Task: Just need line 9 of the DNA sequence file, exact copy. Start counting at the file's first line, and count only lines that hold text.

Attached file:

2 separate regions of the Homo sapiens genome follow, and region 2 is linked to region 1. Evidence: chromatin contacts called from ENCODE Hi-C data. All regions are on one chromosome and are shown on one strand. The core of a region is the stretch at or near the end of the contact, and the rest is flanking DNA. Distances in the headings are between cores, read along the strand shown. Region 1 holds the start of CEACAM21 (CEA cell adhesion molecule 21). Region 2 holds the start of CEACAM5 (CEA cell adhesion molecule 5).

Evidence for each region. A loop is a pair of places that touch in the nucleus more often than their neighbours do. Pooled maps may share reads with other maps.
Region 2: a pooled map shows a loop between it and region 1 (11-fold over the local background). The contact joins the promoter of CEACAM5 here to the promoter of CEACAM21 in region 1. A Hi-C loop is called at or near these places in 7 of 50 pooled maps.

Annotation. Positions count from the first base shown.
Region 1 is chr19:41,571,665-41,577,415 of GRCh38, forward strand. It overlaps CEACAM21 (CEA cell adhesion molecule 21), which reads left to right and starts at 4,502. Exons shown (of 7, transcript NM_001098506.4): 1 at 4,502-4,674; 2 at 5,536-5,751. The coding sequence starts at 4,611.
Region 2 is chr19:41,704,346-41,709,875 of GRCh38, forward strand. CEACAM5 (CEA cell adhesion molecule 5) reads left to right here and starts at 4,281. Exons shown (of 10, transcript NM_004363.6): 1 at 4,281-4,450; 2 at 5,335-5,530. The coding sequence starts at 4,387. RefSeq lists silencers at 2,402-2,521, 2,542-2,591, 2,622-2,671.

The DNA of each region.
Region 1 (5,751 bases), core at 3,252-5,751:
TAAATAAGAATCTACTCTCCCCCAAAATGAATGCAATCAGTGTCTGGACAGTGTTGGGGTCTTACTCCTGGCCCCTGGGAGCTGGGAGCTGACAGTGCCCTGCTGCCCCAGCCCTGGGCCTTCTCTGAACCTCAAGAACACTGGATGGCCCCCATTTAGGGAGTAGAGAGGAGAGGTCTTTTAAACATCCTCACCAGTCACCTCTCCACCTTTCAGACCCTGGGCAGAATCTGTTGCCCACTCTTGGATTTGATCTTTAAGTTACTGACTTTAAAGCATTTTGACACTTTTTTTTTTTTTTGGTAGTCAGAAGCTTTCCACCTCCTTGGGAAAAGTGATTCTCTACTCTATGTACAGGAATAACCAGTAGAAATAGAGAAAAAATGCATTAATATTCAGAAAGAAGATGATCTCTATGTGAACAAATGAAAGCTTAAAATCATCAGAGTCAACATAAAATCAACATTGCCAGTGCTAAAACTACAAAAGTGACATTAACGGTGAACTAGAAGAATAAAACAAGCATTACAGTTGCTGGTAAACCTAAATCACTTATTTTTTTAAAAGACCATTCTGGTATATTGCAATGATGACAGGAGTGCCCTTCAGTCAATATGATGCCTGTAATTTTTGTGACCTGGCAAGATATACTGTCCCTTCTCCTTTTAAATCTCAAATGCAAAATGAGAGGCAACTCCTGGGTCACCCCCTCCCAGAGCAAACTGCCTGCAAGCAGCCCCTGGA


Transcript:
TAAATAAGAATCTACTCTCCCCCAAAATGAATGCAATCAGTGTCTGGACAGTGTTGGGGTCTTACTCCTGGCCCCTGGGAGCTGGGAGCTGACAGTGCCCTGCTGCCCCAGCCCTGGGCCTTCTCTGAACCTCAAGAACACTGGATGGCCCCCATTTAGGGAGTAGAGAGGAGAGGTCTTTTAAACATCCTCACCAGTCACCTCTCCACCTTTCAGACCCTGGGCAGAATCTGTTGCCCACTCTTGGATTTGATCTTTAAGTTACTGACTTTAAAGCATTTTGACACTTTTTTTTTTTTTTGGTAGTCAGAAGCTTTCCACCTCCTTGGGAAAAGTGATTCTCTACTCTATGTACAGGAATAACCAGTAGAAATAGAGAAAAAATGCATTAATATTCAGAAAGAAGATGATCTCTATGTGAACAAATGAAAGCTTAAAATCATCAGAGTCAACATAAAATCAACATTGCCAGTGCTAAAACTACAAAAGTGACATTAACGGTGAACTAGAAGAATAAAACAAGCATTACAGTTGCTGGTAAACCTAAATCACTTATTTTTTTAAAAGACCATTCTGGTATATTGCAATGATGACAGGAGTGCCCTTCAGTCAATATGATGCCTGTAATTTTTGTGACCTGGCAAGATATACTGTCCCTTCTCCTTTTAAATCTCAAATGCAAAATGAGAGGCAACTCCTGGGTCACCCCCTCCCAGAGCAAACTGCCTGCAAGCAGCCCCTGGA